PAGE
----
The Treasury’s decision not to extend the majority of the Fed’s emergency lending facilities beyond the end of the year is unlikely to have a major impact on the economy given that they have made just $25bn of loans. At the margin, however, it could raise the likelihood that the Fed will attempt to provide more stimulus using its other tools, most likely by increasing the pace of its monthly asset purchases.

Ahead of the Thanksgiving Holiday next Thursday, we expect to learn that durable goods orders posted another solid rise in October, although we suspect personal spending rose only a little, as the surge in virus cases started to take its toll. (Andrew Hunter)

Europe

Data published on Friday showed that good news about the vaccine has not yet done much to improve sentiment in the euro-zoneconsumer confidence fell in November, from -15.5 in October to -17.6. With the virus still spreading quickly and lockdowns likely to be extended, confidence will probably deteriorate further in the coming months.

Next week, we expect the flash Composite PMI for the euro-zone, to fall by much more than the consensus anticipates, to just 35 in November, as activity in large parts of the services sector has come to a halt. The money and credit data for October and the account of the ECB’s monetary policy meeting in the same month should also be worth a close look.

Elsewhere, the Riksbank is all but certain to leave its repo rate unchanged next Thursday, but we expect policymakers to expand and extend their asset purchase programme again. Meanwhile, Sweden’s Economic Tendency Indicator for November is likely to point to the economy taking a leg down in Q4.

In the UK, the further rise in retail sales in October brought them 6.8% above their pre-virus level. But the current lockdown means that retail sales, and total consumer spending, will probably fall in November. October’s public finances figures were far better than expected. But an economic contraction in November and the extension of the government’s support measures will probably cause government borrowing to increase sharply over the coming months. Next week, the Chancellor may provide a hint of whether he is planning to raise taxes in the speech that will accompany the release of the Spending Review on Wednesday. Meanwhile, we suspect that the recent lockdown caused the Flash PMIs to plunge below 50 in November. (Melanie Debono & Thomas Pugh)

Other Developed Markets

In Canada, the 1.1% m/m rise in retail sales in September was much better than expected, but sales appear to have stagnated in October and the prospect of restrictions being imposed on all non-essential businesses in some cities does not bode well for the rest of the year.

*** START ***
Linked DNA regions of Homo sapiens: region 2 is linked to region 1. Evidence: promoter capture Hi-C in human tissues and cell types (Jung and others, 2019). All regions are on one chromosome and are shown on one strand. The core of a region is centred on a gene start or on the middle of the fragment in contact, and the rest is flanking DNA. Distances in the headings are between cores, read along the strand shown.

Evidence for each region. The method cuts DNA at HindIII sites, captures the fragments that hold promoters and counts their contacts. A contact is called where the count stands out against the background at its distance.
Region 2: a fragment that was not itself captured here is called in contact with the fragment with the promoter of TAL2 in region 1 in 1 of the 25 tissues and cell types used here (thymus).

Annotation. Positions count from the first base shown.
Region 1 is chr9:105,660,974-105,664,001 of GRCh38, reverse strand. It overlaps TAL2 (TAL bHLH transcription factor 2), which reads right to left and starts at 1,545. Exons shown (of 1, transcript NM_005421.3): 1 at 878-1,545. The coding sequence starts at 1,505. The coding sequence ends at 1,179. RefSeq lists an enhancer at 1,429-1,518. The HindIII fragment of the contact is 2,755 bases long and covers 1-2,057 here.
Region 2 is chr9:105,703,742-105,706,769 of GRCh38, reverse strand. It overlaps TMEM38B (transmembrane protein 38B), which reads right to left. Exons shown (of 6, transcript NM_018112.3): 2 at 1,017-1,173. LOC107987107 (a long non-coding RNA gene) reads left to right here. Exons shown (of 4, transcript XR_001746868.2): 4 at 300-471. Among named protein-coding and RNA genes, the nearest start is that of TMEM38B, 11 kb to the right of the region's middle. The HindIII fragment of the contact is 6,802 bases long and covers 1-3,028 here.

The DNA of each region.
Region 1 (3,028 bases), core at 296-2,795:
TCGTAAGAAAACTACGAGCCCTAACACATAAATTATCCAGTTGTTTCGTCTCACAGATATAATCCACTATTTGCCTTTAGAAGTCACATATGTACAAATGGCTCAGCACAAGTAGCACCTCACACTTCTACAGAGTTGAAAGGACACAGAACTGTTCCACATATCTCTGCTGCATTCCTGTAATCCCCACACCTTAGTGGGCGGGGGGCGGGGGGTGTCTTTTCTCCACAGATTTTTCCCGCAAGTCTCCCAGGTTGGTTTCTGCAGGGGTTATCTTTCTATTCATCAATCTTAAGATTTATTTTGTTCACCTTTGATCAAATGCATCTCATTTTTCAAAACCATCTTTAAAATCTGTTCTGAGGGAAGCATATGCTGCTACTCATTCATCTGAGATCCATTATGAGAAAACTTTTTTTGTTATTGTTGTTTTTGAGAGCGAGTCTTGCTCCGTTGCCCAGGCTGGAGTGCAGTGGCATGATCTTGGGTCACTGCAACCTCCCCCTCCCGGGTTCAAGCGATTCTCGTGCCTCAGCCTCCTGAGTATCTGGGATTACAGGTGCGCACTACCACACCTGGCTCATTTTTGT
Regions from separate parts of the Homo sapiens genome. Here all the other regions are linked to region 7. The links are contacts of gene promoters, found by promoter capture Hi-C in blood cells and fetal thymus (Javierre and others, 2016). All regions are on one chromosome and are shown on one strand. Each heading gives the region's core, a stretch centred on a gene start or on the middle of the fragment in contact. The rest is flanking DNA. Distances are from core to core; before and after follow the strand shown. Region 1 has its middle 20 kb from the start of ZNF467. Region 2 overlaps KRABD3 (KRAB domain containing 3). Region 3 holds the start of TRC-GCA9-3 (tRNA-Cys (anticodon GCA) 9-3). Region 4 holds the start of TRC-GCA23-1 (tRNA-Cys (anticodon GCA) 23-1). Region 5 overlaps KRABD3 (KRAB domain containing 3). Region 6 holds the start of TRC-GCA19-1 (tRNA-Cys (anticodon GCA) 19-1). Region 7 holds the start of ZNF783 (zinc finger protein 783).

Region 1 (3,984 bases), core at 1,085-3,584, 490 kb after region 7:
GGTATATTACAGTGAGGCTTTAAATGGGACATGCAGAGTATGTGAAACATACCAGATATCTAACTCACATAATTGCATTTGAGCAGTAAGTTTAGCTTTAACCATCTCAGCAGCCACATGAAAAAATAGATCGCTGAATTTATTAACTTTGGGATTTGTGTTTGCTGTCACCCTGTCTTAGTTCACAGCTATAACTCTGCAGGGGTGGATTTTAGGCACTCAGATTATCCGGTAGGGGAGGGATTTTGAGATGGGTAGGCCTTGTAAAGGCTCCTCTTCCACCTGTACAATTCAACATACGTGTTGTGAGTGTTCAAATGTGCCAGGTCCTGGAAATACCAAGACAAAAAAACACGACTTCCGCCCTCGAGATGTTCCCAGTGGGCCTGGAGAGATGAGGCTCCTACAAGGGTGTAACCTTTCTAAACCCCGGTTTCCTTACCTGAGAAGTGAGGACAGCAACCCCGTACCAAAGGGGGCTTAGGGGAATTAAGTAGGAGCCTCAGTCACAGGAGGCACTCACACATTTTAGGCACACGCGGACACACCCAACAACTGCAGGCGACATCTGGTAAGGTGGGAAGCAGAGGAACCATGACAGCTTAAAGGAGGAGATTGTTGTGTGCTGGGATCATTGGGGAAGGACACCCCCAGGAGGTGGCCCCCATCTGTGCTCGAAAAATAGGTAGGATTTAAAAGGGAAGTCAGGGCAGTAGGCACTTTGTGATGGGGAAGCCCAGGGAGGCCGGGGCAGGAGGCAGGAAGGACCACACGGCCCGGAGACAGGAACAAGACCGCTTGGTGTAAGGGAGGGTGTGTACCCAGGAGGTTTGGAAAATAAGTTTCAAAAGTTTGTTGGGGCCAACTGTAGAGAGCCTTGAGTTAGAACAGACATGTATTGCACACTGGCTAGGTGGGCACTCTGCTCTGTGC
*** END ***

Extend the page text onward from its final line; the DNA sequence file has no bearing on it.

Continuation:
In Australia, retail sales bounced back in October as restrictions on activity in Victoria were eased. That said, a shift back from spending on goods towards services may weigh on sales over the coming months.

In Japan, output recovered just over half of its plunge in the first half of the year in Q3. That said, services spending was still 9% below its Q4 2019 level last quarter. And while the government’s “Go To” campaigns have been a tailwind to spending on services in recent weeks, they are now likely to end as the government seeks to reign in a third wave of coronavirus. That could slow the recovery over the coming months. (Stephen Brown, Tom Learmouth and Ben Udy)

China

Commercial banks in China left the Loan Prime Rate (LPR), the reference rate against which loans are priced against, on hold on Friday after the PBOC moved to mitigate the impact of corporate bond defaults on interbank liquidity. With growth now back to its pre-virus path and attention turning to financial risks, we think the next move in the LPR will be a rise early next year. (Sheana Yue)

Other Emerging Markets

In emerging Asia, the second estimate of Singapore’s Q3 GDP is likely to be revised upward, due to a surge in the production of pharmaceuticals in September. We have pencilled in growth of around 9.0% q/q (7.9% in the advanced estimate), which would bring the pace of y/y contraction down to -6.0%, from -7.0%. Otherwise, the Bank of Korea is likely to keep its policy rate at an all-time low of 0.50% next week. We will be keeping an eye out for any additional measures from the Bank to curb the recent rise in long-term government bond yields.

In Latin America, we expect to learn that Mexico’s inflation edged down to 4.0% y/y, from 4.1%, in the first half of November, while Brazil’s inflation rose from 3.9% to 4.0%.

In Sub-Saharan Africa, we think that Nigeria’s economy contracted by 6.2% y/y in Q3 on the back of depressed oil output and a weak rebound in the non-oil sector. Even so, elevated inflation will probably prevent the central bank from cutting interest rates on Tuesday. Elsewhere, we expect headline inflation in South Africa to have remained close to the bottom of the Reserve Bank’s target range, at 3.1% y/y, in October. Price pressures are likely to pick up slightly in the coming months, but monetary conditions will remain loose for a long period. (Alex Holmes, Nikhil Sanghani and Virág Fórizs)

Published at 16.12 GMT 20th November 2020.

Editor: John Higgins
john.higgins@capitaleconomics.com

Enquiries: Bradley Saunders
bradley.saunders@capitaleconomics.com